Michael Haneke's English-language remake of his own thoroughly disturbing 1997 home-invasion drama,
is similar in both its details (same Range Rover, same electronic driveway gates) and its overall mess-with-your-mind creepiness.
However, unlike other films that prey on our darkest fears of violation and violence at the hands of psychos, Funny Games offers the audience no hope of winning the day. Well, Haneke offers glimmers of hope, and then yanks them away - with malicious glee.
This is not a spoiler so much as a warning: Haneke is more interested in mulling the manner in which audiences respond to violence than he is in describing how his characters - the victims, the ones we identify with - respond to the threats of bodily harm and worse.
Ann (Naomi Watts) and George (Tim Roth) and little Georgie (Devon Gearhart) have gone to their posh, perfect country house for a few days of R & R, of sailing and sleeping in, socializing and solitude. But after unloading the SUV and putting the boat in the water, a couple of strangers in tennis whites show up at the door. Paul (Michael Pitt) and Peter (Brady Corbet) are polite and smiling young men who have dropped by to borrow some eggs - which is all fine and dandy, except what's with the white gloves? And why, after a few awkward mishaps, won't they leave?
First sign that things are seriously amiss: the sudden silence of the family dog. Second sign: George getting whacked in the knee with one of his own golf clubs. Paul and Peter are clearly here to stay, to wink and to nod and to make cynical observations about their state of mind. ("He's jaded and disappointed by the emptiness of existence," says Paul of Peter, excusing his cohort's brutal behavior.) And they are here to pass the evening entertaining each other by tormenting, torturing and ultimately killing their reluctant hosts.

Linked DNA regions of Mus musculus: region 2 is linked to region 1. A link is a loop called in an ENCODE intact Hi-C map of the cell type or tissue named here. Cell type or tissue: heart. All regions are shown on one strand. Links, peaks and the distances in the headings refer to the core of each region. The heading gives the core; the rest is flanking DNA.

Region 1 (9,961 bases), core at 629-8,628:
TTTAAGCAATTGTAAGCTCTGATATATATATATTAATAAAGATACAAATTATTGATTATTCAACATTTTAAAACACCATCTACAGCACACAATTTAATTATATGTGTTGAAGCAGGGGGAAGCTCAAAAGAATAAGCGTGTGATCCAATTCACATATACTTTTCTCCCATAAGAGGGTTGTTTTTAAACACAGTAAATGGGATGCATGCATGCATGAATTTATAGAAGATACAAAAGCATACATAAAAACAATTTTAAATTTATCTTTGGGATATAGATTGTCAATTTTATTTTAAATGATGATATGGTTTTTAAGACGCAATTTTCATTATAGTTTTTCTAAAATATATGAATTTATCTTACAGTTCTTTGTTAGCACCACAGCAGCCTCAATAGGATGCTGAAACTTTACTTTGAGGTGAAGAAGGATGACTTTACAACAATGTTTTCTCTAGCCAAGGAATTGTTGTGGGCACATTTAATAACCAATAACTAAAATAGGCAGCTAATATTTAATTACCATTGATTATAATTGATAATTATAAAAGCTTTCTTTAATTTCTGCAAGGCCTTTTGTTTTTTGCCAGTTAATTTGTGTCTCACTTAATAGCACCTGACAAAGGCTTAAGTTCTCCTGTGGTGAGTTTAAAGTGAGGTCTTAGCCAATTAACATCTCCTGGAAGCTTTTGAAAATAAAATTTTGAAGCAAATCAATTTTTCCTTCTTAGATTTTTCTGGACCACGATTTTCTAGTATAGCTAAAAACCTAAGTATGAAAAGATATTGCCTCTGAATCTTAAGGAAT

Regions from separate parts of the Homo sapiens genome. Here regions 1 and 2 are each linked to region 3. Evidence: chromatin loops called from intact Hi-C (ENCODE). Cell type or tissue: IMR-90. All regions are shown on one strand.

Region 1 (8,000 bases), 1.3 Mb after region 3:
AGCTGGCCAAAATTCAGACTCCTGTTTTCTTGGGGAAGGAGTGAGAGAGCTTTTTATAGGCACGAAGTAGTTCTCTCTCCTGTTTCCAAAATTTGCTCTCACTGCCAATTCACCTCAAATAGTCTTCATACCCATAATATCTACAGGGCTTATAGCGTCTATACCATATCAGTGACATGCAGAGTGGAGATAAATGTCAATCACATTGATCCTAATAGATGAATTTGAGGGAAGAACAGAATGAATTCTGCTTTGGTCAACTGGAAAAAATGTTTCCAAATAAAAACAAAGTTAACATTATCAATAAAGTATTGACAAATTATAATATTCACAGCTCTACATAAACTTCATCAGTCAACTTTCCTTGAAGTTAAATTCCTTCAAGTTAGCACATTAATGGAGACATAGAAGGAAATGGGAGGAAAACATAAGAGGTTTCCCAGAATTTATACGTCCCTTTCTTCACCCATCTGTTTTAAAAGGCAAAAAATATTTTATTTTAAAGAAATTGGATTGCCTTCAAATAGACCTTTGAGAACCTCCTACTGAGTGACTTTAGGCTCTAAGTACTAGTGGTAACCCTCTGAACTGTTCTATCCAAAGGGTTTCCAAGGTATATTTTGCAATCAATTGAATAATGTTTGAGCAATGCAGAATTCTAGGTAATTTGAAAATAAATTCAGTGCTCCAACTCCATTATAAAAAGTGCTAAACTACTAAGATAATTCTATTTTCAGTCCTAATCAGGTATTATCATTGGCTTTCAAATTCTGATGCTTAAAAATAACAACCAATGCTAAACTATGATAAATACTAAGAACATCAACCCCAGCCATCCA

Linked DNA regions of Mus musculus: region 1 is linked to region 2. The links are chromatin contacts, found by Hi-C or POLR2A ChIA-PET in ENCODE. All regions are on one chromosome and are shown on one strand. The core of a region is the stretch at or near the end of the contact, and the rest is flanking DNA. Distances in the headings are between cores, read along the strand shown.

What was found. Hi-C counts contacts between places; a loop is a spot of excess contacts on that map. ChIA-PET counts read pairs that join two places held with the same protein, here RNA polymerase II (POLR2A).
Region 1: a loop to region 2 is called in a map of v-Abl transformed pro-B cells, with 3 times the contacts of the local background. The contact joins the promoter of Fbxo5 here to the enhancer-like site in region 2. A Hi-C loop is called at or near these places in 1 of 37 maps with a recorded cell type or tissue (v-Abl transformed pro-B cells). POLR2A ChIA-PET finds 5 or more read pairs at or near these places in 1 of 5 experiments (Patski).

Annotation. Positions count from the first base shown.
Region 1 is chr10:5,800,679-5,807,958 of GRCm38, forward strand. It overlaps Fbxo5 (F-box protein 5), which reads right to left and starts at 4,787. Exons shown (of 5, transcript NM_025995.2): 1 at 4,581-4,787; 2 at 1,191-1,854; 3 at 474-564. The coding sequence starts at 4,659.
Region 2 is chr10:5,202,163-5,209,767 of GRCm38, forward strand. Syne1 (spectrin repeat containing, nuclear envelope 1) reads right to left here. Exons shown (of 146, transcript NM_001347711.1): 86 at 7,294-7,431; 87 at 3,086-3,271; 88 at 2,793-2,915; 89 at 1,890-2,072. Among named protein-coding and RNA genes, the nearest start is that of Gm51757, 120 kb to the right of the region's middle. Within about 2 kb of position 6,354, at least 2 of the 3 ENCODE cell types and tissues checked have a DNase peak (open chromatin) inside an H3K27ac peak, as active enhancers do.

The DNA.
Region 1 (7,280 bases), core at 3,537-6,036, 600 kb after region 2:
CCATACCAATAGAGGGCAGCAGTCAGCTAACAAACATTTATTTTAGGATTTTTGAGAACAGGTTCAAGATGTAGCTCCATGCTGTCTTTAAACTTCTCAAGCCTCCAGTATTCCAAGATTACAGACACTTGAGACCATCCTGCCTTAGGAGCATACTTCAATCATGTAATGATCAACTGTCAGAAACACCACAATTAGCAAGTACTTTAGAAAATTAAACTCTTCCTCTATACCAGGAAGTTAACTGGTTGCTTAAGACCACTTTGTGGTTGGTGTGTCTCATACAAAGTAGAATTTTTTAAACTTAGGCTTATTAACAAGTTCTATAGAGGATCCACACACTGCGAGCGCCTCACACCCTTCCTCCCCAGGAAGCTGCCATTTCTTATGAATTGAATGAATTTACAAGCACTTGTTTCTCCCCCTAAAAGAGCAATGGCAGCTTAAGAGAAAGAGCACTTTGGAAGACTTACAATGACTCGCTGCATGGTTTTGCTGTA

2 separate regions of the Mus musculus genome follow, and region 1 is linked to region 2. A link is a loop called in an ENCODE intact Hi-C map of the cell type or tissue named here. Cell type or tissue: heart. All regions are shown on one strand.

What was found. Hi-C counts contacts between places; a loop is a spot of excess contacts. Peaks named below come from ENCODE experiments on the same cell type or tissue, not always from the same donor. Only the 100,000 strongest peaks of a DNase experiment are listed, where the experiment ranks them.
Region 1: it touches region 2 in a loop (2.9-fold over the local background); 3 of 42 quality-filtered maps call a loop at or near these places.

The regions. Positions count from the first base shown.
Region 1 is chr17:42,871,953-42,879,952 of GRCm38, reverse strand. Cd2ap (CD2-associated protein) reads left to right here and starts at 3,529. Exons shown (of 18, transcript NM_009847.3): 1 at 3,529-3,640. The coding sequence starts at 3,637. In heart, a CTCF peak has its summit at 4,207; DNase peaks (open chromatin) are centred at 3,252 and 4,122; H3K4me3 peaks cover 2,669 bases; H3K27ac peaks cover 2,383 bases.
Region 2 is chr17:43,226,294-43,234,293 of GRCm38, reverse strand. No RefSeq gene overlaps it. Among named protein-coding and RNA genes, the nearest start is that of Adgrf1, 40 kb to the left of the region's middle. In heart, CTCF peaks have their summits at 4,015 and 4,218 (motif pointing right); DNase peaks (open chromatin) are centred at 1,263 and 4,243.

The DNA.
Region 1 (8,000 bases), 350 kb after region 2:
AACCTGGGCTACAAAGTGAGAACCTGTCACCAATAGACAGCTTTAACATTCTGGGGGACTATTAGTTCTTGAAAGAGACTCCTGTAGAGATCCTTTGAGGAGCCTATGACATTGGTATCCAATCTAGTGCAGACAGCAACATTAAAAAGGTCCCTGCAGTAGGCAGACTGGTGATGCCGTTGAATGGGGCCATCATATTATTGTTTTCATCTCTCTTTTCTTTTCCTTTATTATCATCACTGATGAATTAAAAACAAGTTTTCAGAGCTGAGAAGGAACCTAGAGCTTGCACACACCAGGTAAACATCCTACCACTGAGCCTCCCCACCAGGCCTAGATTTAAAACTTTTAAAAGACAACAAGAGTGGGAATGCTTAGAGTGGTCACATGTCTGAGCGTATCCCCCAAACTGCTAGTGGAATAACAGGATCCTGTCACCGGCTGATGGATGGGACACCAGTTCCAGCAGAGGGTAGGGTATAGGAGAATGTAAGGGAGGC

No need to go into the details, but if you've seen the original, you'll know what to expect, including that shot of the TV screen, and the profoundly jarring use of the remote control. Haneke isn't graphic: He doesn't dwell on the details of the viciousness, just the jolting buildups, the awful aftermaths.
Watts, who is one of the film's executive producers, brings a taut intelligence to the proceedings, but her character, like Roth's, is more archetype than actual person. Here are the well-to-do husband and wife, here is their cute son, and uh-oh, here's their worst nightmare - the sociopathic sadist twins plunked down on the living room couch. Pitt and Corbet fulfill their duties with alarming aplomb.
Haneke, the Austrian director whose Cache explored like-minded themes of paranoia, menace, and toggling realities (the hero's reality, and the moviegoer's), is devilishly smart. He's an adept manipulator who goes one better by calling attention to his manipulations, questioning them, and then, still, managing to freak us out in the coldest, cruelest ways.
Directed by Michael Haneke. With Naomi Watts, Tim Roth, Michael Pitt, Brady Corbet and Devon Gearhart. Distributed by Warner Independent Pictures.
Running time: 1 hour, 47 mins.
Parent's guide: R (violence, profanity, menace, child in jeopardy, adult themes)
Playing at: area theaters